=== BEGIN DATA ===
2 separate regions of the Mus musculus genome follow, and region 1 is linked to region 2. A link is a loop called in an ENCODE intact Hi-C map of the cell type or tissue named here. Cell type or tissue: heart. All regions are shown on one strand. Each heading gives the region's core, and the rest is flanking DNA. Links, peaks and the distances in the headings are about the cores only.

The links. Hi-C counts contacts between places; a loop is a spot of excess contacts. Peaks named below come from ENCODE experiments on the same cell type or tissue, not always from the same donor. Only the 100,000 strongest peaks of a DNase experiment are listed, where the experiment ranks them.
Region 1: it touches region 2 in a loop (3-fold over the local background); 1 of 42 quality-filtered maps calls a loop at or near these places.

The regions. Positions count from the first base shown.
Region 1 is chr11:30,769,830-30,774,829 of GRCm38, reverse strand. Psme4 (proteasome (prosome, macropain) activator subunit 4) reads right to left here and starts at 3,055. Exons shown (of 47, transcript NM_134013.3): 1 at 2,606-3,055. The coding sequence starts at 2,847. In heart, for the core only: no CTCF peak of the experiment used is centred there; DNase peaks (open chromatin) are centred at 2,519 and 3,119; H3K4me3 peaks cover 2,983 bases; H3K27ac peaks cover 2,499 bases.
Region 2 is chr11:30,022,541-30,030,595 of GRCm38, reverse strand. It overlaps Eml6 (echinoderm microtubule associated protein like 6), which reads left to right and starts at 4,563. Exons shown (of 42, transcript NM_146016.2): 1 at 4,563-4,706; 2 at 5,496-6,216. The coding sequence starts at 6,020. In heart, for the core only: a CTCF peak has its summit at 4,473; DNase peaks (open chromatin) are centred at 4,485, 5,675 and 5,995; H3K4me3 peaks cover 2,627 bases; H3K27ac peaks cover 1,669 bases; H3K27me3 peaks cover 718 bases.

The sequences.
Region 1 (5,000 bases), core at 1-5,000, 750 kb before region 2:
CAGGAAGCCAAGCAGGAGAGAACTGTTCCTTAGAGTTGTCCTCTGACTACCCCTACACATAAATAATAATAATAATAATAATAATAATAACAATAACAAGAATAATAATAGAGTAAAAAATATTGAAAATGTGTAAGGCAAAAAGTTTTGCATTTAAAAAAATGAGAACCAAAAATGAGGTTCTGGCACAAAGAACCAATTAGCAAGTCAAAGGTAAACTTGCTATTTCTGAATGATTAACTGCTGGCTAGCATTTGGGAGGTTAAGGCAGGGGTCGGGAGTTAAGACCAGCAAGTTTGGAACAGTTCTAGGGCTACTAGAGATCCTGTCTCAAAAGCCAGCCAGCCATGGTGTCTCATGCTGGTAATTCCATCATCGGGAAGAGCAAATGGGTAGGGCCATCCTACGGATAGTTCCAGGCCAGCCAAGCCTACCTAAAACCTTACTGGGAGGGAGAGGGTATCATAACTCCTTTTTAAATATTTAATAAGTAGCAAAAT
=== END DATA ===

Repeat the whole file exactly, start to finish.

2 separate regions of the Mus musculus genome follow, and region 1 is linked to region 2. A link is a loop called in an ENCODE intact Hi-C map of the cell type or tissue named here. Cell type or tissue: heart. All regions are shown on one strand. Each heading gives the region's core, and the rest is flanking DNA. Links, peaks and the distances in the headings are about the cores only.

The links. Hi-C counts contacts between places; a loop is a spot of excess contacts. Peaks named below come from ENCODE experiments on the same cell type or tissue, not always from the same donor. Only the 100,000 strongest peaks of a DNase experiment are listed, where the experiment ranks them.
Region 1: it touches region 2 in a loop (3-fold over the local background); 1 of 42 quality-filtered maps calls a loop at or near these places.

The regions. Positions count from the first base shown.
Region 1 is chr11:30,769,830-30,774,829 of GRCm38, reverse strand. Psme4 (proteasome (prosome, macropain) activator subunit 4) reads right to left here and starts at 3,055. Exons shown (of 47, transcript NM_134013.3): 1 at 2,606-3,055. The coding sequence starts at 2,847. In heart, for the core only: no CTCF peak of the experiment used is centred there; DNase peaks (open chromatin) are centred at 2,519 and 3,119; H3K4me3 peaks cover 2,983 bases; H3K27ac peaks cover 2,499 bases.
Region 2 is chr11:30,022,541-30,030,595 of GRCm38, reverse strand. It overlaps Eml6 (echinoderm microtubule associated protein like 6), which reads left to right and starts at 4,563. Exons shown (of 42, transcript NM_146016.2): 1 at 4,563-4,706; 2 at 5,496-6,216. The coding sequence starts at 6,020. In heart, for the core only: a CTCF peak has its summit at 4,473; DNase peaks (open chromatin) are centred at 4,485, 5,675 and 5,995; H3K4me3 peaks cover 2,627 bases; H3K27ac peaks cover 1,669 bases; H3K27me3 peaks cover 718 bases.

The sequences.
Region 1 (5,000 bases), core at 1-5,000, 750 kb before region 2:
CAGGAAGCCAAGCAGGAGAGAACTGTTCCTTAGAGTTGTCCTCTGACTACCCCTACACATAAATAATAATAATAATAATAATAATAATAACAATAACAAGAATAATAATAGAGTAAAAAATATTGAAAATGTGTAAGGCAAAAAGTTTTGCATTTAAAAAAATGAGAACCAAAAATGAGGTTCTGGCACAAAGAACCAATTAGCAAGTCAAAGGTAAACTTGCTATTTCTGAATGATTAACTGCTGGCTAGCATTTGGGAGGTTAAGGCAGGGGTCGGGAGTTAAGACCAGCAAGTTTGGAACAGTTCTAGGGCTACTAGAGATCCTGTCTCAAAAGCCAGCCAGCCATGGTGTCTCATGCTGGTAATTCCATCATCGGGAAGAGCAAATGGGTAGGGCCATCCTACGGATAGTTCCAGGCCAGCCAAGCCTACCTAAAACCTTACTGGGAGGGAGAGGGTATCATAACTCCTTTTTAAATATTTAATAAGTAGCAAAAT